Show me the Money! - Part 1
Operations people who’ve spent a lot of time and effort on Lean Transformation or Six Sigma cost improvement projects, are sometimes disappointed with the lack of enthusiasm from the Finance people.
An operations manager once said to me.
“We improved the process and had excellent operational results, but there was very little change in the company bottom line. How’s that even possible?”
Everyone in Operations thought they were doing a great job, but the Finance staff couldn’t see any results. It’s no wonder their enthusiasm was muted.
So how IS that possible?
Well, it’s usually because the relationship between direct and indirect costs are not understood, or worst, are hidden. Direct costs, like labor and material, are clean and easily trackable, but indirect costs, like everything else, are not.
It reminds me of a story about a well-known manufacturing company who decided to automate their main assembly line. Operating efficiency went up and direct costs fell dramatically. The operations improvement decision seemed to be a great success.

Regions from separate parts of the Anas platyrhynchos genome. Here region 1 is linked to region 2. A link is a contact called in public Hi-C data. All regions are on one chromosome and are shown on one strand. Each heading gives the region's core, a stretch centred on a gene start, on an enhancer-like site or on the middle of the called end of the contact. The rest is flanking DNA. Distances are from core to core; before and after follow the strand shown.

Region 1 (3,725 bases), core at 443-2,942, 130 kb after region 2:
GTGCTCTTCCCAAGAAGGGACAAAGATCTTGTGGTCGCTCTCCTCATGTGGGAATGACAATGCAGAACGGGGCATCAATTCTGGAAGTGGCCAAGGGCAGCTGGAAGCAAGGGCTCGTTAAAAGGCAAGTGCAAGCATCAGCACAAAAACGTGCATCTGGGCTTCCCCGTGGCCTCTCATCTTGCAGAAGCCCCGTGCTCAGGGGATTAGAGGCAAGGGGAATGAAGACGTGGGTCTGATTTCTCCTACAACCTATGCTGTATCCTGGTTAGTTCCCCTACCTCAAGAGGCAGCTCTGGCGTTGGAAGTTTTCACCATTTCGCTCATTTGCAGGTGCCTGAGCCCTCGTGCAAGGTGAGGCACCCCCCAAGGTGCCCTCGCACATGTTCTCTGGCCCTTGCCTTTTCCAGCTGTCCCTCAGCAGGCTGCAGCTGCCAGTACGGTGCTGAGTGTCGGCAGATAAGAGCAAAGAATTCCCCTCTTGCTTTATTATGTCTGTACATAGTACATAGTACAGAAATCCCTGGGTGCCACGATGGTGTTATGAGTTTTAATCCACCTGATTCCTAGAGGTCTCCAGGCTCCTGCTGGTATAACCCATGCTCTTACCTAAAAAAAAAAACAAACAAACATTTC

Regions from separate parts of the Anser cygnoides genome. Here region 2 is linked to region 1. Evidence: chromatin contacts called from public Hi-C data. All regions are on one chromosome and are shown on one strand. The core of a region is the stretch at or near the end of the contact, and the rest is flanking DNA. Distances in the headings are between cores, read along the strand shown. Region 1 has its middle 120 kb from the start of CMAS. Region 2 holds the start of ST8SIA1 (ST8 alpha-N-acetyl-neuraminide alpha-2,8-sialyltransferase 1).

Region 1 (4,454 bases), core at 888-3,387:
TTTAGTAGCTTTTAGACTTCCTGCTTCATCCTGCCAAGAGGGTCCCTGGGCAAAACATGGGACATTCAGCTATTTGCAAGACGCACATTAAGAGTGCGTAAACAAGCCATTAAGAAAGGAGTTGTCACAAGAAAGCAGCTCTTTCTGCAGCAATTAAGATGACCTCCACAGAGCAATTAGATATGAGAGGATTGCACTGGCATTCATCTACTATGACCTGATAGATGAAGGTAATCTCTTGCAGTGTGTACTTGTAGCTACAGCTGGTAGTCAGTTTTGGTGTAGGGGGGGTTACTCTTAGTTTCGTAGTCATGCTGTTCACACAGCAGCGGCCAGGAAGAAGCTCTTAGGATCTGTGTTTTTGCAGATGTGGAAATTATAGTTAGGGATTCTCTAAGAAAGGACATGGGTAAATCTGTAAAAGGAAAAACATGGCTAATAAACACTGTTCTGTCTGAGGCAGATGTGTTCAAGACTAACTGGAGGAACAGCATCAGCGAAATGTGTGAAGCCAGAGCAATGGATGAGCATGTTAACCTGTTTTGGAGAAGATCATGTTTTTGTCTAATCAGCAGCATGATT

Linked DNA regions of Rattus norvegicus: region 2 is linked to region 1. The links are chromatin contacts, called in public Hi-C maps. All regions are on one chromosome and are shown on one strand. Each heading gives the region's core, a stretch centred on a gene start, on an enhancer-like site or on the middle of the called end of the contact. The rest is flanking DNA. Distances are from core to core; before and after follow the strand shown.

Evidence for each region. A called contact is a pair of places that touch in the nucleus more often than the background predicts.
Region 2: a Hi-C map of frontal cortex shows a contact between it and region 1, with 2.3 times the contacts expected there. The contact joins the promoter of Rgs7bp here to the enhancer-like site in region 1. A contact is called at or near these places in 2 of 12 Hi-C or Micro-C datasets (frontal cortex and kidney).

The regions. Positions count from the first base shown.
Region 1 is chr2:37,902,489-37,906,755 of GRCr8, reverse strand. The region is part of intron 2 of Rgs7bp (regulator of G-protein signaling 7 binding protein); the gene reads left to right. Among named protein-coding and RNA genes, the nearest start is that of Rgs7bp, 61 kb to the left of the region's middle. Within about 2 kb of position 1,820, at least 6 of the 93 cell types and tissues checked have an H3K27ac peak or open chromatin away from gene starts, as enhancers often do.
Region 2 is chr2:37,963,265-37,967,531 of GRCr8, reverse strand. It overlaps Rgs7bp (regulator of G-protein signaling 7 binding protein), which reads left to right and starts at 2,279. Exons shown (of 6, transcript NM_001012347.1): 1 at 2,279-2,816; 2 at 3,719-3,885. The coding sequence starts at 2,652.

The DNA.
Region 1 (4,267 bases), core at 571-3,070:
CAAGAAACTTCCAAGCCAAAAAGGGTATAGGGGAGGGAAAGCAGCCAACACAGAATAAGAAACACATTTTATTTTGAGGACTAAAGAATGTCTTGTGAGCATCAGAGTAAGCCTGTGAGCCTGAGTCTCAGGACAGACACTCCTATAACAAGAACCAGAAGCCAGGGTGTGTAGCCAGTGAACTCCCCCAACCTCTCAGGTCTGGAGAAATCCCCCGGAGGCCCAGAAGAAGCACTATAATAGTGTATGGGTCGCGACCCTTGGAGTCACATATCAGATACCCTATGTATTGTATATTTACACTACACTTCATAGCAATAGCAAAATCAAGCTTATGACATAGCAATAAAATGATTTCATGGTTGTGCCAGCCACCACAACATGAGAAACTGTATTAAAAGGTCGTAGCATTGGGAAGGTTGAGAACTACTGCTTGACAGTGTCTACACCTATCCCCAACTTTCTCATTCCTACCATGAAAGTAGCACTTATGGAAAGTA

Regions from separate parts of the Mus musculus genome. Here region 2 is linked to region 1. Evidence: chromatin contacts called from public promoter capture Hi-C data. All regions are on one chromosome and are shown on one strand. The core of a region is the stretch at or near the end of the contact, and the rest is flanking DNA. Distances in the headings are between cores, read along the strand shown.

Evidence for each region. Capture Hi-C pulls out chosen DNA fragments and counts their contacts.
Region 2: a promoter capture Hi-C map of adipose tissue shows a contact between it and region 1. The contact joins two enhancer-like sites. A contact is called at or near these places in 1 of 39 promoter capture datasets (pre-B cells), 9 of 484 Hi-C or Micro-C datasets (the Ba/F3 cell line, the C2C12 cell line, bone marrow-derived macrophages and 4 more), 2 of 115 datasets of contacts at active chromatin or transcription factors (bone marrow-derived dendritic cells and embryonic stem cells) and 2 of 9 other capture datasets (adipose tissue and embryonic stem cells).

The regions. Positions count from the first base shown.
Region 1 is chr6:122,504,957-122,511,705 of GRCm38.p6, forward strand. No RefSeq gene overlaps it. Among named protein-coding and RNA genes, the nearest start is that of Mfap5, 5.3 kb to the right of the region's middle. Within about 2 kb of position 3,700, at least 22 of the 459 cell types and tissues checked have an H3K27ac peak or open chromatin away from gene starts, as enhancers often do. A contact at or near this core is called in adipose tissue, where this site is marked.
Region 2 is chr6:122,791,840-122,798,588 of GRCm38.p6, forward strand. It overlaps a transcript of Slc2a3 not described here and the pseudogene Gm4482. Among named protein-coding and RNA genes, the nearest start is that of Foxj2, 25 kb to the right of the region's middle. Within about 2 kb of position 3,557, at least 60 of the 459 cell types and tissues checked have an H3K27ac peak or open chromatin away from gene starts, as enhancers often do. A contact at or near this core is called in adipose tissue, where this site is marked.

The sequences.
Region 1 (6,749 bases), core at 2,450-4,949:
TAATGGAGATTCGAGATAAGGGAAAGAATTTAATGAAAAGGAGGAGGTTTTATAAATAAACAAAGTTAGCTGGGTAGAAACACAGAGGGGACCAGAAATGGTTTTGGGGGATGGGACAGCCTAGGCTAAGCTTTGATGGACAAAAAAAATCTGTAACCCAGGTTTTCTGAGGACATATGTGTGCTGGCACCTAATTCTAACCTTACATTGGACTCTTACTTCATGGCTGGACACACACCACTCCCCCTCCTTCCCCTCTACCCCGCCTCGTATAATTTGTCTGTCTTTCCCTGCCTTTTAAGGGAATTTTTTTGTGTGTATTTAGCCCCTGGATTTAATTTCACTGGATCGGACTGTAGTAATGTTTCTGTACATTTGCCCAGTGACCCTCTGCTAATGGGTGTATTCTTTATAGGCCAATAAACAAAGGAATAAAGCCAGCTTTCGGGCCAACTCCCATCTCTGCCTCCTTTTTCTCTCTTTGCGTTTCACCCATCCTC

However, almost immediately indirect costs started to go up, even more dramatically. When some analysis was done, it was found that an army of high-salaried robotics engineers were hired to support the automation. Programming and service downtime were hurting flexibility, and, in fact, the entire line was not producing as much!
Eventually they were forced to roll back the project because the indirect costs had not only eaten up all the direct labor savings but was putting on-time delivery and competitiveness at risk.
A change like this must result in a reduction of total cost, not just the direct part of it. A clear picture of the "before" & "after" impact of shop floor decisions needs a lot of analysis but it is absolutely vital to company survival.